The best way to save Africa's lions isn't limiting the number killed by hunters, conservation biologists now say. Rather, it's making sure only older males get shot. But how can a hunter tell the age of a big cat lined up in the crosshairs? By knowing noses, according to new research.
Ironically, the survival of lion populations outside Africa's national parks may depend in part on hunters. Money from trophy hunters gives local people an incentive to maintain lion populations on privately owned or leased game reserves. However, killing a dominant male has dire consequences. When other males take over the pride, they kill the cubs, so they can more quickly sire their own offspring. Trophy hunting makes such violent takeovers more frequent.
Allowing hunters to take only older males would help counteract the effects of infanticide, according to a team led by Craig Packer and graduate student Karyl Whitman of the University of Minnesota, Twin Cities. The team's computer simulations showed that when hunting was allowed for males as young as 3 or 4, populations declined as did the number of trophy males hunters could harvest. However, both lion populations and numbers of trophy animals were sustained when hunting was allowed only for males aged 5 and up, the team reports online 22 February in Nature. Shifting hunting pressure to older males allowed males just coming into their prime adequate time to raise one or more sets of cubs, the researchers explain.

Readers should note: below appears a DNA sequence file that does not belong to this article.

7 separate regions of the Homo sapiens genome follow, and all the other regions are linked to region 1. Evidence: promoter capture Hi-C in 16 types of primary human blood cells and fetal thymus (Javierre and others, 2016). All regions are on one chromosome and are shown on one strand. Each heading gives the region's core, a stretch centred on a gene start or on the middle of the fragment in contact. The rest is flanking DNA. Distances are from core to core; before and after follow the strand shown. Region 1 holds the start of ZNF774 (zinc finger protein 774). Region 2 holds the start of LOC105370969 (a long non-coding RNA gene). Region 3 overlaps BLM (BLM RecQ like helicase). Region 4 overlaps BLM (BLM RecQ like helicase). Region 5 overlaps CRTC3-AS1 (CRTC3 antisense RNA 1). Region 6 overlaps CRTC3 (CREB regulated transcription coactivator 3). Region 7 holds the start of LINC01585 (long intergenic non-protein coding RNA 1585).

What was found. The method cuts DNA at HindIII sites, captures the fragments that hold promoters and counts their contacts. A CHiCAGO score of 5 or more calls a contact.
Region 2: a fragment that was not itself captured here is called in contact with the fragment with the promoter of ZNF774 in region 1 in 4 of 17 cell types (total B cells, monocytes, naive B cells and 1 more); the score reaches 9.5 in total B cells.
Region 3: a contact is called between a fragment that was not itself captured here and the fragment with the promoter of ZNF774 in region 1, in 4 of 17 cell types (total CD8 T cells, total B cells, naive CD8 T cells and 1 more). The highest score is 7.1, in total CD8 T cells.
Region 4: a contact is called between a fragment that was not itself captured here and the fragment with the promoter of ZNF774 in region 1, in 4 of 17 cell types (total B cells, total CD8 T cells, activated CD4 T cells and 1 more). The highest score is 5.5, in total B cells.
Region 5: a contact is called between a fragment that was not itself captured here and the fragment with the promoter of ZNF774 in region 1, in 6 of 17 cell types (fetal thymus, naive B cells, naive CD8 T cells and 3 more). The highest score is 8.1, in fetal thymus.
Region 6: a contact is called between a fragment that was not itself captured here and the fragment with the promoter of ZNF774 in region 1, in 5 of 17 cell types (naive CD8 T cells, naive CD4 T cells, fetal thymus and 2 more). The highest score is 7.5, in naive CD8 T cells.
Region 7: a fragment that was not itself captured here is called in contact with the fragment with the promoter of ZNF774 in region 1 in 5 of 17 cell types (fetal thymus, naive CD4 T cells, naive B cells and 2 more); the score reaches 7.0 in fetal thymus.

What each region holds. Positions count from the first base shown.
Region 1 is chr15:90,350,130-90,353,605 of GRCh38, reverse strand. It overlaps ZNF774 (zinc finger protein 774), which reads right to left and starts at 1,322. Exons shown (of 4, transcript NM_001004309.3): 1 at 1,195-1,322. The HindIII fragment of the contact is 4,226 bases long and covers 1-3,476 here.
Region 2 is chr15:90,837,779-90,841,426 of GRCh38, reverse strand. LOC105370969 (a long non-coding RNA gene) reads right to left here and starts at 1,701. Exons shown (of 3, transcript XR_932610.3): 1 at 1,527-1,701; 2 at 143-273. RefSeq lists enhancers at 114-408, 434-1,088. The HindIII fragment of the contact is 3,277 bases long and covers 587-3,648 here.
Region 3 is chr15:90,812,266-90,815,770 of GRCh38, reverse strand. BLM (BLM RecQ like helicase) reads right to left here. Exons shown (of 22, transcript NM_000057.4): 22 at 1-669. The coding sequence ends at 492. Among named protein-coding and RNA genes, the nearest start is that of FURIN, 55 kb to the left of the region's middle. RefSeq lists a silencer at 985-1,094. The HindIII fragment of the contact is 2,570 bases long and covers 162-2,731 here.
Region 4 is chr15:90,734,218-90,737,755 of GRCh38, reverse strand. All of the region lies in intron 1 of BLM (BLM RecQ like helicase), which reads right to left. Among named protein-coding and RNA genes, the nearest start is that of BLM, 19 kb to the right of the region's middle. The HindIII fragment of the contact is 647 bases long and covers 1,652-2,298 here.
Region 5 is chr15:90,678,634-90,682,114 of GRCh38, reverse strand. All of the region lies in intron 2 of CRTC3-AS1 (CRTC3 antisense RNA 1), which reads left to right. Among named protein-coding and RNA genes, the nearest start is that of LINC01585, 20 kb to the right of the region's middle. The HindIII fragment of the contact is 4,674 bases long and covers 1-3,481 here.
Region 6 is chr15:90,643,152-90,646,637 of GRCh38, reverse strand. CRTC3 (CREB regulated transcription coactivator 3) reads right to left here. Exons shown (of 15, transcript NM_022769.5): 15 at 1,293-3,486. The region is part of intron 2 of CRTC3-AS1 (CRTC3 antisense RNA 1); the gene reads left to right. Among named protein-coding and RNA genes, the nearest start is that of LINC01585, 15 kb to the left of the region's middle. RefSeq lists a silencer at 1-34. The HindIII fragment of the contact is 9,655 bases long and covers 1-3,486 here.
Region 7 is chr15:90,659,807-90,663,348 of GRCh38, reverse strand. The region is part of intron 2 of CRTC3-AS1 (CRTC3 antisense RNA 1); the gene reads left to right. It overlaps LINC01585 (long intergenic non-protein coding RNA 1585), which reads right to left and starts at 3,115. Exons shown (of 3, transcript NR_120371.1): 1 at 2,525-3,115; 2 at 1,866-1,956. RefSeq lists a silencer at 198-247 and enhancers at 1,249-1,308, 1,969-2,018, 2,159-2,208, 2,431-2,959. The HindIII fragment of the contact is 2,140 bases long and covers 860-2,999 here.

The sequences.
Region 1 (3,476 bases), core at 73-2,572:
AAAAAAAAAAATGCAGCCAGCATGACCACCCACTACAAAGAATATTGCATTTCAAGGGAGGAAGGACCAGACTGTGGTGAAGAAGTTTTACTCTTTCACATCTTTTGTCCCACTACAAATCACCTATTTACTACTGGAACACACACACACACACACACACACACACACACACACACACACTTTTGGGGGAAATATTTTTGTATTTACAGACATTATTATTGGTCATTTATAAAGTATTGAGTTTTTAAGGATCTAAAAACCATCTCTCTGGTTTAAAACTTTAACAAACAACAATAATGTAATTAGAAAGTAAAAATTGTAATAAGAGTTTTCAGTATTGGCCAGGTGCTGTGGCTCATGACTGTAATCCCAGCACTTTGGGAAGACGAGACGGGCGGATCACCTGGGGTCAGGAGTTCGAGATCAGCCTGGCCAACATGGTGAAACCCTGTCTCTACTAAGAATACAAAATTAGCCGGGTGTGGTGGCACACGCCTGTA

This policy creates a win-win situation for both conservationists and hunters, the researchers say. And because lions' noses become darker as they age, nose color could serve as a handy gauge of age. Professional guides with binoculars and riflescopes should be able to detect nose color, they say.
This approach is a practical way to make hunting sustainable, says wildlife biologist Jon Swenson of the Agricultural University of Norway in Ås. "For conservation purposes, it's just superb." Wildlife biologist Tim Caro of the University of California, Davis, likewise applauds the quality of the science, but worries that hunters would not abide by a policy based on nose color, especially because much hunting occurs at night and hunters pay huge sums of money for precious few chances to bag a lion.